Archive: Issue No. 122, October 2007

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No Longer At This Adress

Ruth First Highway
photo montage

No Longer At This Adress

Johannes Nkosi Street
photo montage

No Longer At This Adress

ICC Durban
photo Montage

No Longer At This Address - Navigating Post-Apartheid Identities at the Durban Art Gallery
by Carol Brown

Street names are highly contentious and much more than just an address on an envelope. They are often about historical memory and construction of identity. In a recent conversation someone remarked to me that 'They are part of history and you can't change history' - an obviously naïve comment because we know that although history cannot be changed, the way we look at it and who and what we acknowledge certainly is a fluid process. One of the ways in which history in the public arena can be revisioned is by street naming. But change just for its own sake or with a political agenda is sure to provoke aggression and suspicion. The idea to mount an exhibition about this was passed on to the Durban Art Gallery by the International Relations and Governance dept of the eThekwini Municipality. Guest curators Brenton Maart and Peter Machen took the bull by the horns (so to speak, considering the recent controversy over the name eThekwini meaning 'bull's testicles'!). What sounded like a dull exhibition turned out to be one of visual and historic interest.

The exhibition is divided into two sections. The first, in the Foyer gallery presents horizontal strips of black and white photos and text wrapped around the walls between two narrow hanging bands, echoing the existing architecture. The history of the new and old street names was researched and the characters (and sometimes places) after whom the various streets were named were juxtaposed with the 'new' versions. So we learn that the Victoria Embankment was named after Queen Victoria during whose reign Durban was colonised and whose memory is still pervasive in many areas of the central city. Her place has been taken by Margaret Mncadi who was a physician and political activist and the first person to lead the ANC Women's League in Natal.

The trajectory of history continues around the walls of the gallery reading like a film strip which darts back and forth in time. Sometimes a bland functional name like 'Northern Freeway' has become the opportunity to honour a hero like Ruth First who was an influential journalist and communist assassinated by a letter bomb in 1982. The non linearity of the approach works well and emphasizes how history is layered and how changes have been made. The achievements of the new order highlight the absences of the past and make us realize that maybe it is time to put some of the old heroes aside to make room for the new.

The second section of the exhibition, featuring work by the Imvunge Street Photographers, is in the circular gallery (traditionally the Victorian gallery) and, as its curator Brenton Maart describes it, is 'social architecture', where form and function merge with societies. The Durban Art Gallery established a programme in 1996 where this group of street photographers became integrated into its programme, meeting once a week and participating in various exhibitions. The first was an exhibition alongside the World Press Photo Award exhibition followed by other initiatives such as the 'Aids 2000' exhibition. Their take on the city is a different one from the majority of documentary photographs in that they have lived and worked in the areas (and still do) which they document, and where they have an intimate knowledge of the people and spaces they have observed over many decades.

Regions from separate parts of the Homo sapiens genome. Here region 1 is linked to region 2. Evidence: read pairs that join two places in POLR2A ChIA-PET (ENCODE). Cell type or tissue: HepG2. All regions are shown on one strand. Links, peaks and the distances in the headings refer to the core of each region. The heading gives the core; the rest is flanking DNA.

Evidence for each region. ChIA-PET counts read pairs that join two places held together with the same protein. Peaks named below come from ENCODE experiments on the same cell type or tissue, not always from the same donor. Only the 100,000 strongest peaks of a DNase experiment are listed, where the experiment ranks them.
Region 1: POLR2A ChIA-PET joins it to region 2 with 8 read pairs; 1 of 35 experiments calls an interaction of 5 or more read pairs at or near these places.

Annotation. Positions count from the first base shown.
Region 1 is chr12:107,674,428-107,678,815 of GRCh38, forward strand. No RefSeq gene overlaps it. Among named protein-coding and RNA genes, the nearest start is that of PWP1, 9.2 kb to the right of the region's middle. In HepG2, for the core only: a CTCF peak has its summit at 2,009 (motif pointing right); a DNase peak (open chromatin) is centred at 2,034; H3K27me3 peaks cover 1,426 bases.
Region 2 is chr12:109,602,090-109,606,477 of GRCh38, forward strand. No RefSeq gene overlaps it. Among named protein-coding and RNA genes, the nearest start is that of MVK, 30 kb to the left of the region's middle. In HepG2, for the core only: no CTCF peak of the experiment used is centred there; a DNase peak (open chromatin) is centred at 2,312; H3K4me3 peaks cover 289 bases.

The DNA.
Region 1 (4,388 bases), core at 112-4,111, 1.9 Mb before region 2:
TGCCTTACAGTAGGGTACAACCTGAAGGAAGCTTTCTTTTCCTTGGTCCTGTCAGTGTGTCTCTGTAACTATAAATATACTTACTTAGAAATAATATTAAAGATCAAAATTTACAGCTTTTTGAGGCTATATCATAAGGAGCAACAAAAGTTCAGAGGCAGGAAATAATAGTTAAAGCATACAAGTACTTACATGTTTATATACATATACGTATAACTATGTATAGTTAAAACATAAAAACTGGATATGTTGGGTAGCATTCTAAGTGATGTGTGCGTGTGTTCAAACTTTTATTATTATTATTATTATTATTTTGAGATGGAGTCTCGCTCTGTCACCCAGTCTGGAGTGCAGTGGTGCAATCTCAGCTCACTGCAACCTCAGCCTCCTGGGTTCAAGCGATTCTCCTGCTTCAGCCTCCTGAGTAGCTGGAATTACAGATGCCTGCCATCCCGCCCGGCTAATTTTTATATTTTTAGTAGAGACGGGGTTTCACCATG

They are part of the community in the truest sense. They were commissioned to take photographs of the streets which had new names and have concentrated on the people living there and how they claim their spaces. It is a rich and layered picture of Durban where the importance of the architecture has been overshadowed by the power of the people 'colonising' the spaces, providing an interesting counterpoint to the stories of the early colonists who, in a different way, made the spaces to reflect their ideology and power. Seeing the balance of power challenged in this way gave the exhibition a sense of excitement and strength.

The display of these photographs was visually enticing and the way they were grouped formed pockets of interest, an experience distinct from our usual engagement with sophisticated large scale images. Comparing this with the Santu Mofokeng exhibition in an adjacent gallery makes an interesting (if unintentional) juxtaposition of different ways in which photos can perform. This can be interrogated on the level of the scale of the photos and the sense of space or lack of space between the images. Mofokeng's enlarged works each lead us into a separate world where the crossover between spirituality and reality is contained in each frame. The Imvunge Group's images are about a crowded city much in the way other African cities are portrayed. I thought of a film about Lagos by architect Rem Koolhaus which showed a seemingly chaotic, bustling African city but which had a hidden structure and order and where everything worked without seeming obvious.

Finally, a section of the circular gallery wall was given over to Graffiti artists - The African Raw Talent Crew - who produced a large mural on the internal wall. This contemporary, anti-establishment statement was an affirmation of the ability of a city's residents to claim their own space and to add another layer to established buildings bearing the weight of a different history.

Opens: September 28
Closes: October 31